And crossing fingers D&G NEVER return your email. Please no.

Posted by Amy at April 12, 2007 7:47 PM

Perfect post for the song choice. Or, the perfect song choice for the post?

Either way, I can't wait to call someone a "simulacrum of a simulacrum."

Posted by John at April 12, 2007 9:15 PM

So.. why did Leadbelly earn the nickname again ?
Alcohol or bullets ?

Posted by armcurl at April 13, 2007 10:33 AM

I have always wanted to interpret Baudrillard's polemic in the way many interpret zizek today, as a intentional overstatement put forth with the goal of jolting minds into new perception... not necessarily as an essentialist declaration of what there is... Anyway, whether or not that was what he was going for (and my knowledge of B. is really thin) it disturbs me to no end the way he (and other similarly brilliant and tricky thinkers of the 20th C) is taken up for play, used to illustrate an attractively complex analysis with a hint of radical critique. His political history and the furvency with which he and his developed their lives around an attack of the capitalist status quo falls to the side and his tricky wordplay is taken up, to what ends?

I stand firmly in the positivity camp, where ex nihilio nihil fit means very little except metaphorically and anthropologically, but still i fully acknowledge the importance and power of such concepts and discourses. And in this place i am puzzled about the meaning and implications of Lavigne's hyperreality, her existence+nonexistence, or the new rebellion borne of her ascending simulacra? Like what does that *mean*? Considering most of us (i unabashedly assume) have a certain level of awareness and critiqe of marketing, false representation, our own ironic consumption of pop music. Does a beaudrillardian analysis still offer us anything new? Is it more than one of the many ways we ineffectually engage with simulacra (thereby reinforcing them)?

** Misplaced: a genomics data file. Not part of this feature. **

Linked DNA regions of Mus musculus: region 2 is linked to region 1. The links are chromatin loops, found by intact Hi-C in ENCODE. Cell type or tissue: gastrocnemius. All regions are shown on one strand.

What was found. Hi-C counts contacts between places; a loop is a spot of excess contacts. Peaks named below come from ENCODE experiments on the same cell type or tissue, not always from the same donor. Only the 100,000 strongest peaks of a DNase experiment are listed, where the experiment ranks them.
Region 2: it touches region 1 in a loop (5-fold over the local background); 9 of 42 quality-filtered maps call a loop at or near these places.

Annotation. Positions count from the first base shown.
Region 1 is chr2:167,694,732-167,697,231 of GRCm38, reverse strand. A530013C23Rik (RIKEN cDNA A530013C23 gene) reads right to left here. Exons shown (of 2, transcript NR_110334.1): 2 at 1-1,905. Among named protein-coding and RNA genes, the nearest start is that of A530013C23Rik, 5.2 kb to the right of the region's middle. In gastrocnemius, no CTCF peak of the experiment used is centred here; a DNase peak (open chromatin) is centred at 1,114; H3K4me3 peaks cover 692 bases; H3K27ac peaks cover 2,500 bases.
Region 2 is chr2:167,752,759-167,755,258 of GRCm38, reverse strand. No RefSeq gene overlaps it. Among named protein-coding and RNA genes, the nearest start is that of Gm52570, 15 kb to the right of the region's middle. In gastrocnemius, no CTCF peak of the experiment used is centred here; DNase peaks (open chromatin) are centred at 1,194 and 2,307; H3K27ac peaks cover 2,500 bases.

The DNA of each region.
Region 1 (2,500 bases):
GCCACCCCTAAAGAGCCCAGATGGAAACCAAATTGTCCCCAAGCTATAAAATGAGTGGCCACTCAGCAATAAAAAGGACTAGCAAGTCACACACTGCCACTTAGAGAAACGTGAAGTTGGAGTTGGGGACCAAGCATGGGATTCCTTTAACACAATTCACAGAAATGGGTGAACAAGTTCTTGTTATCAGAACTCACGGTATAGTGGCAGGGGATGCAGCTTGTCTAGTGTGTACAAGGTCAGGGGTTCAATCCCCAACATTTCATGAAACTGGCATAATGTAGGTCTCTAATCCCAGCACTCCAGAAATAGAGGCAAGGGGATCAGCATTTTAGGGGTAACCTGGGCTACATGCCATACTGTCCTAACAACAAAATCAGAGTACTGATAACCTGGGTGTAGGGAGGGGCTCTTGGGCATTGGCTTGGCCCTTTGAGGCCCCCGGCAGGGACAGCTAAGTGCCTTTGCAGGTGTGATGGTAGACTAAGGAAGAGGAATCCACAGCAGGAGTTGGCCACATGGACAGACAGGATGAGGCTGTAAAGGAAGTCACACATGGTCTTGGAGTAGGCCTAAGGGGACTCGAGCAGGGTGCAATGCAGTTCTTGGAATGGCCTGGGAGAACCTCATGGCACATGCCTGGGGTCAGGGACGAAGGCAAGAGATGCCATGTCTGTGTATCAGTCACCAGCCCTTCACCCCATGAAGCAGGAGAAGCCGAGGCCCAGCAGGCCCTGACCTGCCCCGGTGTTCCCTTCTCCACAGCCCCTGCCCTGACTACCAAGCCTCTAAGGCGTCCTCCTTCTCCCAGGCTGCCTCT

On the other side, that leadbelly part of the post was just great, i *loved* it. evoked a whiff of buddy bolden's aporias so tragically effused by ondaatje. thanks.

Posted by efff "taking it seriously for fun" ffa at April 13, 2007 3:06 PM

man oh man... genius. Thanks for that. It's just what I needed. Baudrillard also changed my world for better or worse.

Posted by ryansenseless at April 13, 2007 4:47 PM

The Baudrillard joke was okay, but just a little too long. On the other hand, that's true of the Lavigne song, too. If it were 2:48 instead of 4:04, it could be a perfect little pastiche; that last line really might speak to the Debord-Foucault-Rimbaud coffee klatsch I expect Baudrillard joined once able.

'Goodnight Irene' is one of the greatest songs ever recorded. There is no 'quite possibly' about it. Sometimes I have a great notion, too. Whew -- punk rock.

Posted by wcw at April 14, 2007 2:24 AM

Oh, this is just fantastic.

Posted by Mike B. at April 14, 2007 1:48 PM

Classic. Baudrillard lives. His musical taste makes me laugh. Avril Lavigne, hahahaa.

Posted by Ortho at April 19, 2007 10:52 PM

A postscript: With the exception of the introduction, the above post was written by Jordan, and certainly not by me. He wished to remain anonymous, but I do not want to take credit for someone else's work. Unlike some...

Posted by Sean at April 22, 2007 9:25 AM

oh it's a joke. um...ha?

man i don't miss academia...

Posted by kjc at April 30, 2007 9:57 AM

I totally wrote an essay about my trip to Disneyland with Jean Baudrillard and my zombie friend Carl. I'm not even kidding.

Posted by Benny at May 21, 2007 10:29 PM

In case you weren't kidding, Michel Foucalt died in 1984.

Posted by Michael Quirk at March 8, 2008 10:55 PM

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Sean Michaels is the founder of Said the Gramophone. He is a writer, critic and author of the theremin novel Us Conductors. Follow him on Twitter or reach him by email here. Click here to browse his posts.